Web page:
A "Green" Gas Additive May be Causing More Problems Than It’s Solving
When Freda and Jim Kubas bought their Glenville, California home, they thought they would be spending the rest of their lives there. In 1993, they began using their private well and noticed a turpentine-like odor and peculiar taste, so they installed a $4,000-water filter. “We thought it was just minerals,” Freda recalls.
But soon after they began using their well, both Kubases began to develop health problems. In addition to the flu-like symptoms they shared, in 1995 Freda began having seizures, which—combined with the sudden recurrence of Jim’s childhood asthma—had the couple baffled. It was not until 1997, nearly four years after they began using their well, that the Kubases had their water tested and discovered that it contained 20,000 parts per billion (ppb) of methyl tertiary butyl ether (MtBE), a gasoline ingredient made mostly from natural gas.
Because of a leaking underground gasoline storage tank, the Kubas’ well contains 1,000 times more MtBE than what the Environmental Protection Agency (EPA) considers safe, according to an advisory issued by the agency in 1997.
When blended with gasoline, MtBE adds oxygen to it, supposedly improving air quality by decreasing toxic emissions. In areas of the country where the National Ambient Air Quality Standards for carbon monoxide and ozone are routinely exceeded, the Clean Air Act requires that gasoline be oxygenated to improve air quality.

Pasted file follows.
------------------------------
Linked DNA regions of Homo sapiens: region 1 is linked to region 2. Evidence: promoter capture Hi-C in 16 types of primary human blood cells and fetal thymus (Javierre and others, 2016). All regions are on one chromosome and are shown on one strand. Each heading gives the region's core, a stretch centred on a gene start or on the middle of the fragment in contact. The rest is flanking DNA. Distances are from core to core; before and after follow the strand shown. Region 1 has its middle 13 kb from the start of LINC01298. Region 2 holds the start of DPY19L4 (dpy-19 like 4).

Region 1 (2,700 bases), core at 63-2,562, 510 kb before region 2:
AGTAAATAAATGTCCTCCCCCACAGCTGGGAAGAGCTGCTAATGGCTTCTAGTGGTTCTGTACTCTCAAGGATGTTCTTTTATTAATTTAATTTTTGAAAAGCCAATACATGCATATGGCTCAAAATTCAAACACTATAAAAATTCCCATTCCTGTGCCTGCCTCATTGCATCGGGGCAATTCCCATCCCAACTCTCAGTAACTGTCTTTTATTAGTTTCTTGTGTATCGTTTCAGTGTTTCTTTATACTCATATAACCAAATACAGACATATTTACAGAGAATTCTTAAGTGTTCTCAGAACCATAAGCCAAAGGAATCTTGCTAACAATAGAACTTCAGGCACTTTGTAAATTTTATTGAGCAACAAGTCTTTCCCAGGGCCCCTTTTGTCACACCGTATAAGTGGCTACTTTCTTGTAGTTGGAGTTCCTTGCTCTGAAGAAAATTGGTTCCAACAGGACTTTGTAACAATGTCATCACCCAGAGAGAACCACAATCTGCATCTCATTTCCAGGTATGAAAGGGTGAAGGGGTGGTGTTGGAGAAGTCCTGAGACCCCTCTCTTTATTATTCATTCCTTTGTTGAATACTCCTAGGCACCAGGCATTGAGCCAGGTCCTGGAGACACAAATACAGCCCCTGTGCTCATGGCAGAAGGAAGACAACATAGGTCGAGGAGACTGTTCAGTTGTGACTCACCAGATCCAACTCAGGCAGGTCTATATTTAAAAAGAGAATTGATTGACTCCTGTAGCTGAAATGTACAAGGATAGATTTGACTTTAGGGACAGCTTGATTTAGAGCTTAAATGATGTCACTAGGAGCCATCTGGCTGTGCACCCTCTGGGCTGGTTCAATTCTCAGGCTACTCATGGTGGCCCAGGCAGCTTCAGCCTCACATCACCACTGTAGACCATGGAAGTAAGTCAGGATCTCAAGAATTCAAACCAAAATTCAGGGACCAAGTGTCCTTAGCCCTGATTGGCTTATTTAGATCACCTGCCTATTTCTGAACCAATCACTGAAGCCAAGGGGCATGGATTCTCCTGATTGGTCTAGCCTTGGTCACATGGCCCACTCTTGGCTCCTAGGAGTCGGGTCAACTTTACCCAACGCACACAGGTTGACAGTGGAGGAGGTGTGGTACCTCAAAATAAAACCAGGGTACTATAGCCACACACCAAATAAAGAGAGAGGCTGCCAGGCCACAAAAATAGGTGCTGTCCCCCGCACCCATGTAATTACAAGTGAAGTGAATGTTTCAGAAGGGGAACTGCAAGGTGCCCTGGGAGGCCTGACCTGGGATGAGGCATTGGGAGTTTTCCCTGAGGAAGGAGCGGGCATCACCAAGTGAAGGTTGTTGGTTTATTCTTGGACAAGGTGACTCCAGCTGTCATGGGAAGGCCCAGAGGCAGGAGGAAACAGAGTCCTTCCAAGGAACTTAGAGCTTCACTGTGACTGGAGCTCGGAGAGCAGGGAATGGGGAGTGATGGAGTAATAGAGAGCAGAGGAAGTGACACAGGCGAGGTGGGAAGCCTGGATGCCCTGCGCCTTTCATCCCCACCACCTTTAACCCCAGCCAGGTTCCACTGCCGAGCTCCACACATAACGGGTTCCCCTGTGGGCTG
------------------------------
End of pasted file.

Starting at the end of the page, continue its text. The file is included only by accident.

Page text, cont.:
The Kubas’ illnesses, which they and their physician attribute to MtBE exposure, are examples of the more severe reactions to MtBE. But thousands of people across the country have complained of dizziness, rashes, swelling, respiratory problems and diarrhea when exposed to MtBE-gasoline fumes and MtBE-tainted water. Studies have indicated that the additive is carcinogenic to laboratory animals. And nationwide, the list is growing of water supplies contaminated with MtBE from surface spills, storm water runoff, chemical precipitation and leaking underground tanks.
MtBE was originally added to gasoline in the late 1970s as an octane booster. But a new market emerged for MtBE when the Clean Air Act was amended in 1990. Following an aggressive campaign by ethanol and MtBE producers, the use of oxygenated, or reformulated gasoline became a requirement where carbon monoxide and ozone pollution was a problem (some 35 northern cities, beginning in 1992). Today, MtBE is used in most reformulated gas, and accounts for about one-third of the gasoline used nationwide. The EPA claims that reformulated gasoline decreases hydrocarbon emissions by 15 percent. “It has been helping to reduce emissions,” says Christine Hawk of the EPA’s fuels and energy division in Washington, D.C.
But a study conducted by the Auto/Oil Air Quality Improvement Research Program, an organization backed by three American auto companies and 14 petroleum companies, concluded that using MtBE did not significantly reduce ozone, and that oxygenated gasoline did not change the emissions of vehicles built after 1992. An earlier study by the same group also found that MtBE actually increased emissions by about five percent of nitrogen oxides (an ozone layer attacker).